At the origins of the major religious traditions one typically finds a seminal figure. Names such as Jesus, Muhammad, Confucius, and Moses are well known, yet their status as "founders" has not gone uncontested. Does Paul deserve the credit for founding Christianity? Is Laozi the father of Daoism, or should that title belong to Zhuangzi? What is at stake, if anything, in debates about the historical Buddha? What assumptions are implicit in the claim that Hinduism is
a religion without a founder? The essays in Varieties of Religious Invention do not attempt to settle these perennial arguments. Rather, they consider the subtexts of such debates as an exercise in
comparative religion: Who engages in them? To whom do they matter, and when? To what extent are origins thought to define the essence of a religion? When is development in a religious tradition perceived as deviation from its roots? In what ways do arguments about founders serve as proxies for broader cultural, theological, political, or ideological questions? What do they reveal about the ways in which the past is remembered and authority negotiated? Surveying the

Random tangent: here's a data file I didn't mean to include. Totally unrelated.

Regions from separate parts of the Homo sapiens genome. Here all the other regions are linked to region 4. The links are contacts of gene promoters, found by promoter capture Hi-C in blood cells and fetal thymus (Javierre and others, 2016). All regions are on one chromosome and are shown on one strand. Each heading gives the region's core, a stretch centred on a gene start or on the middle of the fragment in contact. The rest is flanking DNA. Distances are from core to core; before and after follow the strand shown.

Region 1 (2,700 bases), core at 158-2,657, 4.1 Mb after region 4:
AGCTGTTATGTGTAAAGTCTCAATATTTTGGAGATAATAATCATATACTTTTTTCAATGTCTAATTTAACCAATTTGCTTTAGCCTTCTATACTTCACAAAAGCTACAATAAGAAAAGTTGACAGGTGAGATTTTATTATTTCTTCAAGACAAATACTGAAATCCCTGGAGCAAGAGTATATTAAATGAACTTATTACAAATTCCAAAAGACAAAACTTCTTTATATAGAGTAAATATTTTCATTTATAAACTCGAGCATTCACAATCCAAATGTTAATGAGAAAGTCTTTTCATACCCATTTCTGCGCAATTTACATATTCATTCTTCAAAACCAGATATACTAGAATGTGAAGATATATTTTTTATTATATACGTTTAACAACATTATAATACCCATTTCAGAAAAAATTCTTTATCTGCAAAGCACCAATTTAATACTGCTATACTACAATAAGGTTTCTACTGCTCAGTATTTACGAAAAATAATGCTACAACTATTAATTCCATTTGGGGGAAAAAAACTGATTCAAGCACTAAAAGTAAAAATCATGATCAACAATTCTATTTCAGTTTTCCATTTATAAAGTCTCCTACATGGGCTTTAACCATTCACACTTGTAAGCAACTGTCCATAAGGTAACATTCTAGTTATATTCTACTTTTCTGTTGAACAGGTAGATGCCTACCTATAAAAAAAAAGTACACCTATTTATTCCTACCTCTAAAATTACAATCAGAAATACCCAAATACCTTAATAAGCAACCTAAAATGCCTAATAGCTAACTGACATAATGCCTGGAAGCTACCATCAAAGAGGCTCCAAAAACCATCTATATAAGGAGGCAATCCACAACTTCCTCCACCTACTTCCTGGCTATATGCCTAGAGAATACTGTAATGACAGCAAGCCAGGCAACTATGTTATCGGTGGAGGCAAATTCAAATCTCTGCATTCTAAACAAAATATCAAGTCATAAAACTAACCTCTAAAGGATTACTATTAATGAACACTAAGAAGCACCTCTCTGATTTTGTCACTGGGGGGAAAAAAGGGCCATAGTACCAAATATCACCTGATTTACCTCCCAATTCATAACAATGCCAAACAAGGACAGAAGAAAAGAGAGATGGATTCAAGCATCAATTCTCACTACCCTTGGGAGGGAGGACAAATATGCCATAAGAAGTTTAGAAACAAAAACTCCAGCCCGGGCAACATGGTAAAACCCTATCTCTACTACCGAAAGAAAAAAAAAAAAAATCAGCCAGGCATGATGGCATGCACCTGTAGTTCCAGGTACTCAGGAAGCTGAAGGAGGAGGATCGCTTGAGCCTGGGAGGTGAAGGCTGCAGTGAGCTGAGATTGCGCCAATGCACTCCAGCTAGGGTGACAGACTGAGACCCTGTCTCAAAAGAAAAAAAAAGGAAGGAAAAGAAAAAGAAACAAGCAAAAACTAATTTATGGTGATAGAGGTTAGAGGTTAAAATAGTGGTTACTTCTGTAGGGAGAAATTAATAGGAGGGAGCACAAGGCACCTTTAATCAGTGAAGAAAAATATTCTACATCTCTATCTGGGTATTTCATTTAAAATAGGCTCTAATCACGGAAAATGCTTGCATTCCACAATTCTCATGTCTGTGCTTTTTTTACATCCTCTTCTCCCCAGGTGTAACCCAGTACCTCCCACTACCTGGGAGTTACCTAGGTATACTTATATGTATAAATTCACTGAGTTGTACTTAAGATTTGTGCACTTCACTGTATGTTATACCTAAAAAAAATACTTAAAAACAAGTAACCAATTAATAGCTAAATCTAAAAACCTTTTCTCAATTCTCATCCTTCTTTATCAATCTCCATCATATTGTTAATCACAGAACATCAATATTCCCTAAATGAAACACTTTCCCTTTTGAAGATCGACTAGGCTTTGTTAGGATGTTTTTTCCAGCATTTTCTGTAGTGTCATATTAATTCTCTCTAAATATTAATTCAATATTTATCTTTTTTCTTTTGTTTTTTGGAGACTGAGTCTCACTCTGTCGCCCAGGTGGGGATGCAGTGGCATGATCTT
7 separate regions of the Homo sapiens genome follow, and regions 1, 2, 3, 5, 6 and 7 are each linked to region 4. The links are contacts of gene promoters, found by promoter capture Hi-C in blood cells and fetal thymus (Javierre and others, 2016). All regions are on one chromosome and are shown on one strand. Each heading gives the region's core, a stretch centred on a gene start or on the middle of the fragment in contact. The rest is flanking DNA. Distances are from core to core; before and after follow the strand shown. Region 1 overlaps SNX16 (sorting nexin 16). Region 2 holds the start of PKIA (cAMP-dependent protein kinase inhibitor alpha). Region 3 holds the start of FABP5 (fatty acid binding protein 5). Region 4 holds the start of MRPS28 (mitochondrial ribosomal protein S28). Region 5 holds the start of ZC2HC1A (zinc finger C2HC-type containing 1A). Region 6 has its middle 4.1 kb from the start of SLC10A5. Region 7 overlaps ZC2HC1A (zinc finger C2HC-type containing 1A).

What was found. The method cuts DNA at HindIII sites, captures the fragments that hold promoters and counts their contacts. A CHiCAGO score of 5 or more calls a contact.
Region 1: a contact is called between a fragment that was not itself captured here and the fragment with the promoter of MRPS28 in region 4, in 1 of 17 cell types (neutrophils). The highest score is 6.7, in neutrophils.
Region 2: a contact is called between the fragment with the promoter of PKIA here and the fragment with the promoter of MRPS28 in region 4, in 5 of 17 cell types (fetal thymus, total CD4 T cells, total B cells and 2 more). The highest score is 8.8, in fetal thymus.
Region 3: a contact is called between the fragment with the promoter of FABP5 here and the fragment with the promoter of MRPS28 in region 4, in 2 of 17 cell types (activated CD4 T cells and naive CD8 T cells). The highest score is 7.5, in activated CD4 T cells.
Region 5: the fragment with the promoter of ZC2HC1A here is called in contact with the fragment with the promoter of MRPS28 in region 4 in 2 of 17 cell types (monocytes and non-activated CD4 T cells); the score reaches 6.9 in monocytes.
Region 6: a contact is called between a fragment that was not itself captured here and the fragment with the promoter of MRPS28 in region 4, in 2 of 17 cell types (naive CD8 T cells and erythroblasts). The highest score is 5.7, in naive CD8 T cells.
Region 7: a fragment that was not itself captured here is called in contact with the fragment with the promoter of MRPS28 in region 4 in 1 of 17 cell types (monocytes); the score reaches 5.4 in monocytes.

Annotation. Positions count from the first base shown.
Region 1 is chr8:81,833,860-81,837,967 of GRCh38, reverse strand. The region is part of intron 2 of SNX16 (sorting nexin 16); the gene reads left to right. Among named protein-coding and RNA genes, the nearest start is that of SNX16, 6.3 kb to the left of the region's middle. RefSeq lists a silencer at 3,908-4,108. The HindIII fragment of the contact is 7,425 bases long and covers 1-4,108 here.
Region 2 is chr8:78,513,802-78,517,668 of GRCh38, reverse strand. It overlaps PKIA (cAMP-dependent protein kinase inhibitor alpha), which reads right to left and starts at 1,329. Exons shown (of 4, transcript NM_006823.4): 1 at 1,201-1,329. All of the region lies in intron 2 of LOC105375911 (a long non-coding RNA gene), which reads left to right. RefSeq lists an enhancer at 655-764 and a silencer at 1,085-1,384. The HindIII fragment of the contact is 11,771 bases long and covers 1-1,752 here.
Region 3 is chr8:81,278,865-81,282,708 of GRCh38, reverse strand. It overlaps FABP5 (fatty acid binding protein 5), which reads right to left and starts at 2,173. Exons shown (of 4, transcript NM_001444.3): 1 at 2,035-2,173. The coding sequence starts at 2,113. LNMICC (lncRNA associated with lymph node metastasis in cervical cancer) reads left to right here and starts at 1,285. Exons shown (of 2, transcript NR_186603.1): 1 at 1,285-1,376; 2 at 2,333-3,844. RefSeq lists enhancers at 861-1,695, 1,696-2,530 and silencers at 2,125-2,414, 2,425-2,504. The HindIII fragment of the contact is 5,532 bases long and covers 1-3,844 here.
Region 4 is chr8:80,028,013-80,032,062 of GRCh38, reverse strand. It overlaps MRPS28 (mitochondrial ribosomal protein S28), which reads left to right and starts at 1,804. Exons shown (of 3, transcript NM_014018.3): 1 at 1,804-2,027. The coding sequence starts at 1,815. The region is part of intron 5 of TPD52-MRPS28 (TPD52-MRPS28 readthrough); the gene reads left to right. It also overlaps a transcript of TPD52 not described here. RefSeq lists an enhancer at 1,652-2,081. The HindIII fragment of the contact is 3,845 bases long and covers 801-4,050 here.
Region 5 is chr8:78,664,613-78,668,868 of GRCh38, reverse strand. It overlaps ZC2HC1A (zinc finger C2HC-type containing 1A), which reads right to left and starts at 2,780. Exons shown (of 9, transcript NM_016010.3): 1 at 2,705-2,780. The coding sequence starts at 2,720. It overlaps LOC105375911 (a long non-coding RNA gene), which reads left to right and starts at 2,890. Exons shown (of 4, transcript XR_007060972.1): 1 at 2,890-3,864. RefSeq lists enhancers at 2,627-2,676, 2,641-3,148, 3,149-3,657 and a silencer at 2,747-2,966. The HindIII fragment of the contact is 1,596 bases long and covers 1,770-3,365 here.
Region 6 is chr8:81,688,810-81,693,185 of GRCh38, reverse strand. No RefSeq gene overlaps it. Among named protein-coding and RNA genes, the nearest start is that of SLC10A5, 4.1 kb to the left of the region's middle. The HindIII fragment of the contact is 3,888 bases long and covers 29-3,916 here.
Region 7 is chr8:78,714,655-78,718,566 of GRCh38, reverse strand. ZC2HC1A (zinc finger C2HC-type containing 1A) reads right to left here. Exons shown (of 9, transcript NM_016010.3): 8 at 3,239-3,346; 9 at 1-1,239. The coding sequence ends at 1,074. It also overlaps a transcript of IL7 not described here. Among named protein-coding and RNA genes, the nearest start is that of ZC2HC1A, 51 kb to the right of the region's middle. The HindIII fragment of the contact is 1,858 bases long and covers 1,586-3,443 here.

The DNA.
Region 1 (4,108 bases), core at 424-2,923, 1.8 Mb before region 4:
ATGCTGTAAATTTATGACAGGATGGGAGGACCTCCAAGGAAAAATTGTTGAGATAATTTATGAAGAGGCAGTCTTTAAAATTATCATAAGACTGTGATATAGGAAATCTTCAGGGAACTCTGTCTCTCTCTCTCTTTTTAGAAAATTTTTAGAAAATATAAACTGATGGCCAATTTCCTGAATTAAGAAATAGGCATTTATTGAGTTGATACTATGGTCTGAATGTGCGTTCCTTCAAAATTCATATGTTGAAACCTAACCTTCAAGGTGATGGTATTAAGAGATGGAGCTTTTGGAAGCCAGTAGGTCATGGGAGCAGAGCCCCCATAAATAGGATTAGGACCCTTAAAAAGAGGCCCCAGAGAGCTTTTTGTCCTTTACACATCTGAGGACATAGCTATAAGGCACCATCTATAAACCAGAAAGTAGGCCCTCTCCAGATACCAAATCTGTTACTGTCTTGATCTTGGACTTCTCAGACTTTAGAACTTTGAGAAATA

landscape shaped by these questions within each tradition, the authors provide insights and novel perspectives about the individual religions, and about the study of world religions more generally.